(Archivoz) How has the University handled the situation? What decisions have been taken since the destruction? What have been the first priorities?

(Mohammed) After the liberation, the University reopened although about 70% of the buildings had been destroyed. Some colleges were destroyed completely, like the Library. At first, the efforts focused on fixing classrooms for the students joining the University and enrolling to study, although the University had never closed as it was running out of the Kurdistan region for those students who were outside the city. The staff and students were working all together to repair and paint the classrooms, using their own funds. After that the UNDP started to restore the buildings, and there was government support to rebuild college buildings. The Library has recently bid for funding and the building will be restored by UNDP.

(Archivoz) How has this event affected students and staff, since the destruction was not just of books or manuscripts, but also of all the infrastructure and physical objects that are needed on a day to day basis.

(Mohammed) It was really hard to start from scratch; the scene was horrible especially when most parts of the city had been leveled to the ground, the University had been destroyed, and the Library burned and bombed. It was a nightmare for us – nobody can imagine that. We started when we didn’t even have chairs to sit in. In the Library we have 135 staff, but they had no place to start working as everything had been destroyed. The students started to come to the University in shifts, as there were not enough classrooms for them. It is really hard to describe that situation, but the good thing is that everybody was committed to make a change, from the students who insisted on coming to the University and resuming their studying, to all staff who were displaced and were commuting to Mosul University every day from Kurdistan. So there is a will to change and start again in spite of the challenges we have all faced.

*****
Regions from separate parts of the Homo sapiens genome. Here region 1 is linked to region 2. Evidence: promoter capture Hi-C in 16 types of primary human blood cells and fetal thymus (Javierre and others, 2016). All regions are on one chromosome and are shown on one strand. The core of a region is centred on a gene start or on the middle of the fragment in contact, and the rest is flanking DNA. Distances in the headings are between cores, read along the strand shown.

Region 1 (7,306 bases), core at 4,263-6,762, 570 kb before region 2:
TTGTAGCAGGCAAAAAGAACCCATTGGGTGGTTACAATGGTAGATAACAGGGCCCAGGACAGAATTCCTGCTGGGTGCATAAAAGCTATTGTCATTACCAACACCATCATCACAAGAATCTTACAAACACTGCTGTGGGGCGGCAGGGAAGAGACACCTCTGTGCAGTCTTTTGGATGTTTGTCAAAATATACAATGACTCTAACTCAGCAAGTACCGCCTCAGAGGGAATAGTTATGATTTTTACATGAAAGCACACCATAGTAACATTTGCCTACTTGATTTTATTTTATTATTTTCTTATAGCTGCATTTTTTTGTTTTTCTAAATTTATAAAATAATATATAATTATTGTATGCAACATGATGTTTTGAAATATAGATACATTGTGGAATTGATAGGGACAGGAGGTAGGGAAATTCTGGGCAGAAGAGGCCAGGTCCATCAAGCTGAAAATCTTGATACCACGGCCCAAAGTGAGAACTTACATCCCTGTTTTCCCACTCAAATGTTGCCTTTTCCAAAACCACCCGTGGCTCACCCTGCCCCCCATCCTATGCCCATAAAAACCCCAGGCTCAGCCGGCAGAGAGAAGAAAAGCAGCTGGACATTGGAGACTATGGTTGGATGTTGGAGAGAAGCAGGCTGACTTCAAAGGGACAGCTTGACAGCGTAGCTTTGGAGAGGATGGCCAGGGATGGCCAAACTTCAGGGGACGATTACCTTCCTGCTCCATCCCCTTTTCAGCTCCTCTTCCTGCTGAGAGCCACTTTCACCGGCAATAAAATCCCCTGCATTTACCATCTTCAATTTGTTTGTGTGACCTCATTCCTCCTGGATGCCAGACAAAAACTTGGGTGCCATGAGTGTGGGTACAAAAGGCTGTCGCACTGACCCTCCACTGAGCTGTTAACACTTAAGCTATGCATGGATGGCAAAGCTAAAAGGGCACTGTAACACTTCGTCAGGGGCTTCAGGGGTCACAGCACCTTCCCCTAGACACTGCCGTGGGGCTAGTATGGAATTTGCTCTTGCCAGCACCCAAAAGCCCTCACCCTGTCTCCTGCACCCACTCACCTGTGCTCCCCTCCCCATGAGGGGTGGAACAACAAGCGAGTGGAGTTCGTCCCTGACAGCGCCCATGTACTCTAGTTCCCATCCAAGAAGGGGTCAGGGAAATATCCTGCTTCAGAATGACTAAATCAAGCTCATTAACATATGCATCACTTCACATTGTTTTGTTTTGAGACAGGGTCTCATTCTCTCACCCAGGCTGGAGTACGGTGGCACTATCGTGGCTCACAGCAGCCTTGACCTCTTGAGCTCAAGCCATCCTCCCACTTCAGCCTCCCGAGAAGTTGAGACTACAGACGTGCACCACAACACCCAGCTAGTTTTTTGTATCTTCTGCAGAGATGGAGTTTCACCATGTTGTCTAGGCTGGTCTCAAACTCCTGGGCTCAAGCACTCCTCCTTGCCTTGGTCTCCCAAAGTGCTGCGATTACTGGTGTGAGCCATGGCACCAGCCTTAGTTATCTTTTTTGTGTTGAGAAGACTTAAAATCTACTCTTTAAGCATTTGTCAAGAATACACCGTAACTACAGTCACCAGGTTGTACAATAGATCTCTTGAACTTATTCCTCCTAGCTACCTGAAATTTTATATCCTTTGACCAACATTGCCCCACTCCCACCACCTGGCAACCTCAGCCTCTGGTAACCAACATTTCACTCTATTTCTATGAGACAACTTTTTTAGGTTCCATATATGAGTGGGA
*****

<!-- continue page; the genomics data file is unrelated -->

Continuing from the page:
(Archivoz) Nowadays, how is it working at the University and Library?